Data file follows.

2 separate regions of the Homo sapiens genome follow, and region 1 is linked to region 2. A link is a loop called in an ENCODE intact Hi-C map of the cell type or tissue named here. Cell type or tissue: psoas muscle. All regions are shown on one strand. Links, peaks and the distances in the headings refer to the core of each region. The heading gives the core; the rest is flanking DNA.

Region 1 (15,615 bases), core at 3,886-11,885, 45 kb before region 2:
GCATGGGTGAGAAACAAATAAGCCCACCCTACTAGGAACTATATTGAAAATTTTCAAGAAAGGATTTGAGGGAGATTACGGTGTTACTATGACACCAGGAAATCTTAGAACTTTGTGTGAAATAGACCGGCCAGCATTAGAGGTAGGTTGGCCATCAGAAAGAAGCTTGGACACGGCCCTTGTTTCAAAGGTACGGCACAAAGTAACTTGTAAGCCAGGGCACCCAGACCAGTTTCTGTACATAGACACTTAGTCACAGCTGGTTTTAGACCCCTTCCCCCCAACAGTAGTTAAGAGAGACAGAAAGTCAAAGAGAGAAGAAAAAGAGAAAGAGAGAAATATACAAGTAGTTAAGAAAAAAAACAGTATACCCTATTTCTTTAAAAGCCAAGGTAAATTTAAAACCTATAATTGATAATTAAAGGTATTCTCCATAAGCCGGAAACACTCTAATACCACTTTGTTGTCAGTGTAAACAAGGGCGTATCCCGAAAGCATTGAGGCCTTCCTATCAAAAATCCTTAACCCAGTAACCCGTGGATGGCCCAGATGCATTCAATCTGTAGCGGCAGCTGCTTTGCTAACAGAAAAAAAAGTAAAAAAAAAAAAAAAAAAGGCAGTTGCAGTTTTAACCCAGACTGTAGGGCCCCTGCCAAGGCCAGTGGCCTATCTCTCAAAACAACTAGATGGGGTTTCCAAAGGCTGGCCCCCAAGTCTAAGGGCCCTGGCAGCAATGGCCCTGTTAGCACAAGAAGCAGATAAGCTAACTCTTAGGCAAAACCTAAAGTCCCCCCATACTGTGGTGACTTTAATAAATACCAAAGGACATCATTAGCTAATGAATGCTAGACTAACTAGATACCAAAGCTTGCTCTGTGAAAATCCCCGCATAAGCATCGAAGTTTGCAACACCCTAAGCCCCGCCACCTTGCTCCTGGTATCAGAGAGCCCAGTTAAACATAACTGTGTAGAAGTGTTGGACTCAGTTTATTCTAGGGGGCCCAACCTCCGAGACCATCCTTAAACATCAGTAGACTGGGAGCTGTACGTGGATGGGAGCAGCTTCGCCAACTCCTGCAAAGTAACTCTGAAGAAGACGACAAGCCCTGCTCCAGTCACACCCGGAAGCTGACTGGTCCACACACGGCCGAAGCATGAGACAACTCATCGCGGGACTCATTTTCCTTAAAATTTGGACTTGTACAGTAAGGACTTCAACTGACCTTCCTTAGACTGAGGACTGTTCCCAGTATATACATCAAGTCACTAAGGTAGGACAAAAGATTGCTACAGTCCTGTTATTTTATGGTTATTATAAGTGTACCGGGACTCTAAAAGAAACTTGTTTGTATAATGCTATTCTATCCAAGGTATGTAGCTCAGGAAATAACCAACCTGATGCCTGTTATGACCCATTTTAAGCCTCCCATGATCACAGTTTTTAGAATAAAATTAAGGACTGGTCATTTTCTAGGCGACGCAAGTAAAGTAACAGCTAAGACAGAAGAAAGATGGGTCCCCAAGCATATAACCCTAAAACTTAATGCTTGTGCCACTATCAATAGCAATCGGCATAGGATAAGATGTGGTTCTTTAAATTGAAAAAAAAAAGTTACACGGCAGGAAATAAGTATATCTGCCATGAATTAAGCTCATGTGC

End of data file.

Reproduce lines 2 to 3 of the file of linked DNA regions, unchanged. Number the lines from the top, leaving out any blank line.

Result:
Region 1 (15,615 bases), core at 3,886-11,885, 45 kb before region 2:
GCATGGGTGAGAAACAAATAAGCCCACCCTACTAGGAACTATATTGAAAATTTTCAAGAAAGGATTTGAGGGAGATTACGGTGTTACTATGACACCAGGAAATCTTAGAACTTTGTGTGAAATAGACCGGCCAGCATTAGAGGTAGGTTGGCCATCAGAAAGAAGCTTGGACACGGCCCTTGTTTCAAAGGTACGGCACAAAGTAACTTGTAAGCCAGGGCACCCAGACCAGTTTCTGTACATAGACACTTAGTCACAGCTGGTTTTAGACCCCTTCCCCCCAACAGTAGTTAAGAGAGACAGAAAGTCAAAGAGAGAAGAAAAAGAGAAAGAGAGAAATATACAAGTAGTTAAGAAAAAAAACAGTATACCCTATTTCTTTAAAAGCCAAGGTAAATTTAAAACCTATAATTGATAATTAAAGGTATTCTCCATAAGCCGGAAACACTCTAATACCACTTTGTTGTCAGTGTAAACAAGGGCGTATCCCGAAAGCATTGAGGCCTTCCTATCAAAAATCCTTAACCCAGTAACCCGTGGATGGCCCAGATGCATTCAATCTGTAGCGGCAGCTGCTTTGCTAACAGAAAAAAAAGTAAAAAAAAAAAAAAAAAAGGCAGTTGCAGTTTTAACCCAGACTGTAGGGCCCCTGCCAAGGCCAGTGGCCTATCTCTCAAAACAACTAGATGGGGTTTCCAAAGGCTGGCCCCCAAGTCTAAGGGCCCTGGCAGCAATGGCCCTGTTAGCACAAGAAGCAGATAAGCTAACTCTTAGGCAAAACCTAAAGTCCCCCCATACTGTGGTGACTTTAATAAATACCAAAGGACATCATTAGCTAATGAATGCTAGACTAACTAGATACCAAAGCTTGCTCTGTGAAAATCCCCGCATAAGCATCGAAGTTTGCAACACCCTAAGCCCCGCCACCTTGCTCCTGGTATCAGAGAGCCCAGTTAAACATAACTGTGTAGAAGTGTTGGACTCAGTTTATTCTAGGGGGCCCAACCTCCGAGACCATCCTTAAACATCAGTAGACTGGGAGCTGTACGTGGATGGGAGCAGCTTCGCCAACTCCTGCAAAGTAACTCTGAAGAAGACGACAAGCCCTGCTCCAGTCACACCCGGAAGCTGACTGGTCCACACACGGCCGAAGCATGAGACAACTCATCGCGGGACTCATTTTCCTTAAAATTTGGACTTGTACAGTAAGGACTTCAACTGACCTTCCTTAGACTGAGGACTGTTCCCAGTATATACATCAAGTCACTAAGGTAGGACAAAAGATTGCTACAGTCCTGTTATTTTATGGTTATTATAAGTGTACCGGGACTCTAAAAGAAACTTGTTTGTATAATGCTATTCTATCCAAGGTATGTAGCTCAGGAAATAACCAACCTGATGCCTGTTATGACCCATTTTAAGCCTCCCATGATCACAGTTTTTAGAATAAAATTAAGGACTGGTCATTTTCTAGGCGACGCAAGTAAAGTAACAGCTAAGACAGAAGAAAGATGGGTCCCCAAGCATATAACCCTAAAACTTAATGCTTGTGCCACTATCAATAGCAATCGGCATAGGATAAGATGTGGTTCTTTAAATTGAAAAAAAAAAGTTACACGGCAGGAAATAAGTATATCTGCCATGAATTAAGCTCATGTGC